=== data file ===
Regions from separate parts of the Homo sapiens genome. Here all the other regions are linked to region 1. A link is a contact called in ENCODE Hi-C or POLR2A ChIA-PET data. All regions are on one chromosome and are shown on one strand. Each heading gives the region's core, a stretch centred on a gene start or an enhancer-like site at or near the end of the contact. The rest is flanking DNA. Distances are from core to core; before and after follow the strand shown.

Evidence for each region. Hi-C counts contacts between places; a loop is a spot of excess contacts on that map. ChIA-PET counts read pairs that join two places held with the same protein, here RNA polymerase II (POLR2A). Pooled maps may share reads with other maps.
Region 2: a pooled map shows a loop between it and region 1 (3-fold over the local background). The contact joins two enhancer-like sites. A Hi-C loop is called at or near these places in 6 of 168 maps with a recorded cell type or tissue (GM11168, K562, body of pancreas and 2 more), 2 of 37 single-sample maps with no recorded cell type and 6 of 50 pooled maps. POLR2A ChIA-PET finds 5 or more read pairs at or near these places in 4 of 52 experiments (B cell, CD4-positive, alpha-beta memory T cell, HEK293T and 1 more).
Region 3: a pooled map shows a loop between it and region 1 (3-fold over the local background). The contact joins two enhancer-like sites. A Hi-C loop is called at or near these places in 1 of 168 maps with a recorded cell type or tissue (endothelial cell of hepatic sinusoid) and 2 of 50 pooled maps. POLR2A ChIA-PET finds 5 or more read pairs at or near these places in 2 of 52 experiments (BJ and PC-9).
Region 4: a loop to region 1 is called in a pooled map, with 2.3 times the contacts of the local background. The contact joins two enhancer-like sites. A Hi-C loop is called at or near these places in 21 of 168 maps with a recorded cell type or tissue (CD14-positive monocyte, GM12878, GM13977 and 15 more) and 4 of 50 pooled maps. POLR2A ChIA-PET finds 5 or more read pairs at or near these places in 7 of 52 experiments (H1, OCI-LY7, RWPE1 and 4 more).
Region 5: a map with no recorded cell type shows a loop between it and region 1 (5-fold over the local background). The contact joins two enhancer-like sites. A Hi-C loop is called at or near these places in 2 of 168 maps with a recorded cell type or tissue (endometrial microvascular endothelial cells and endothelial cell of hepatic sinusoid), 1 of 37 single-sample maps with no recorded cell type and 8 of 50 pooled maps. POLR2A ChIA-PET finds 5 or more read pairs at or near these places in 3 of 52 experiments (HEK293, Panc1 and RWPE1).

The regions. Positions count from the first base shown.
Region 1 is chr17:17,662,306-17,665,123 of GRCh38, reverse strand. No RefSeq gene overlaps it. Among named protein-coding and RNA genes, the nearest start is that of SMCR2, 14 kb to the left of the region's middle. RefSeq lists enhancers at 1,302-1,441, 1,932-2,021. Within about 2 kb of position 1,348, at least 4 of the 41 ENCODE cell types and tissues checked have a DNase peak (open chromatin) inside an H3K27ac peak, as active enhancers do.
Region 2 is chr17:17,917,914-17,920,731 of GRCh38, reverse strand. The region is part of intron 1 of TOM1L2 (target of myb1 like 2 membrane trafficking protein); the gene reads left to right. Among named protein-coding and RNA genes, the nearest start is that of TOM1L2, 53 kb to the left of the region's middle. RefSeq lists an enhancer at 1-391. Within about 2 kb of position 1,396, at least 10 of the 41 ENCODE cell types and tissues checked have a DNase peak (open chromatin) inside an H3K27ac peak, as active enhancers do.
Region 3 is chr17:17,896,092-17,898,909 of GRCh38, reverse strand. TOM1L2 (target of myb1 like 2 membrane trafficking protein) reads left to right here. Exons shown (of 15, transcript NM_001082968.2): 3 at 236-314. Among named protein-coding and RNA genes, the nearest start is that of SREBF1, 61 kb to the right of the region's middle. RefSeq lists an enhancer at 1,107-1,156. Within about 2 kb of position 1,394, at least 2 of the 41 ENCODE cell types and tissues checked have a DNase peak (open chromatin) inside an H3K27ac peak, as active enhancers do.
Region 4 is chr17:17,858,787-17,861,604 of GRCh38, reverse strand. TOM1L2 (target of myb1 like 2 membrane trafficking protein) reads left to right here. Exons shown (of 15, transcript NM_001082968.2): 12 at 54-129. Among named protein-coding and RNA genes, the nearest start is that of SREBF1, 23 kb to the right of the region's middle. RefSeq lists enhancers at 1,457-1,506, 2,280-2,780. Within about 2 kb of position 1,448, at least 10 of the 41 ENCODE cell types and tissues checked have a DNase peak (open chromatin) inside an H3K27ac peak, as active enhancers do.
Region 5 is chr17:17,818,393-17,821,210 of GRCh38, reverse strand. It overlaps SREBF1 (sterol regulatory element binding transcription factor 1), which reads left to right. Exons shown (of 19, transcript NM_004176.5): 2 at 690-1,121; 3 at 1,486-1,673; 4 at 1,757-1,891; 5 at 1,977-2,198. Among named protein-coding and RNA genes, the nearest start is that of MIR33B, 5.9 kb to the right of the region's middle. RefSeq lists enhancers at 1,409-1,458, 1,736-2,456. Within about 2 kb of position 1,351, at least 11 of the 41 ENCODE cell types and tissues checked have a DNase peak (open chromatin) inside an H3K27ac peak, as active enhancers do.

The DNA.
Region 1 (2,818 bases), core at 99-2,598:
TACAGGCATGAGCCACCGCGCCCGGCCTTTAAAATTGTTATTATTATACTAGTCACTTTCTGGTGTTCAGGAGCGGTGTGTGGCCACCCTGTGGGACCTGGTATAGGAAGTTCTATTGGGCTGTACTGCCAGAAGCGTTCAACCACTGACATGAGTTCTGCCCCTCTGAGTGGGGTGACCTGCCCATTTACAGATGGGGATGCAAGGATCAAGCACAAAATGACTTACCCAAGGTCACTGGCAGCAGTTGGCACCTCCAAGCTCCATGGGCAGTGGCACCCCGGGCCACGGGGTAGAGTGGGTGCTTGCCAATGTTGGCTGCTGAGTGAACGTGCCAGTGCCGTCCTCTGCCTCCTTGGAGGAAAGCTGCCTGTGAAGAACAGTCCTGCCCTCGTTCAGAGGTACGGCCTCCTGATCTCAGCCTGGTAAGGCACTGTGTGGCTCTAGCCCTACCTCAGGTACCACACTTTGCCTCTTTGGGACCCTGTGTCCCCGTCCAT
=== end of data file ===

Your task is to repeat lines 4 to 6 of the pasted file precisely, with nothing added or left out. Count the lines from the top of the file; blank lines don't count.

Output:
Region 3: a pooled map shows a loop between it and region 1 (3-fold over the local background). The contact joins two enhancer-like sites. A Hi-C loop is called at or near these places in 1 of 168 maps with a recorded cell type or tissue (endothelial cell of hepatic sinusoid) and 2 of 50 pooled maps. POLR2A ChIA-PET finds 5 or more read pairs at or near these places in 2 of 52 experiments (BJ and PC-9).
Region 4: a loop to region 1 is called in a pooled map, with 2.3 times the contacts of the local background. The contact joins two enhancer-like sites. A Hi-C loop is called at or near these places in 21 of 168 maps with a recorded cell type or tissue (CD14-positive monocyte, GM12878, GM13977 and 15 more) and 4 of 50 pooled maps. POLR2A ChIA-PET finds 5 or more read pairs at or near these places in 7 of 52 experiments (H1, OCI-LY7, RWPE1 and 4 more).
Region 5: a map with no recorded cell type shows a loop between it and region 1 (5-fold over the local background). The contact joins two enhancer-like sites. A Hi-C loop is called at or near these places in 2 of 168 maps with a recorded cell type or tissue (endometrial microvascular endothelial cells and endothelial cell of hepatic sinusoid), 1 of 37 single-sample maps with no recorded cell type and 8 of 50 pooled maps. POLR2A ChIA-PET finds 5 or more read pairs at or near these places in 3 of 52 experiments (HEK293, Panc1 and RWPE1).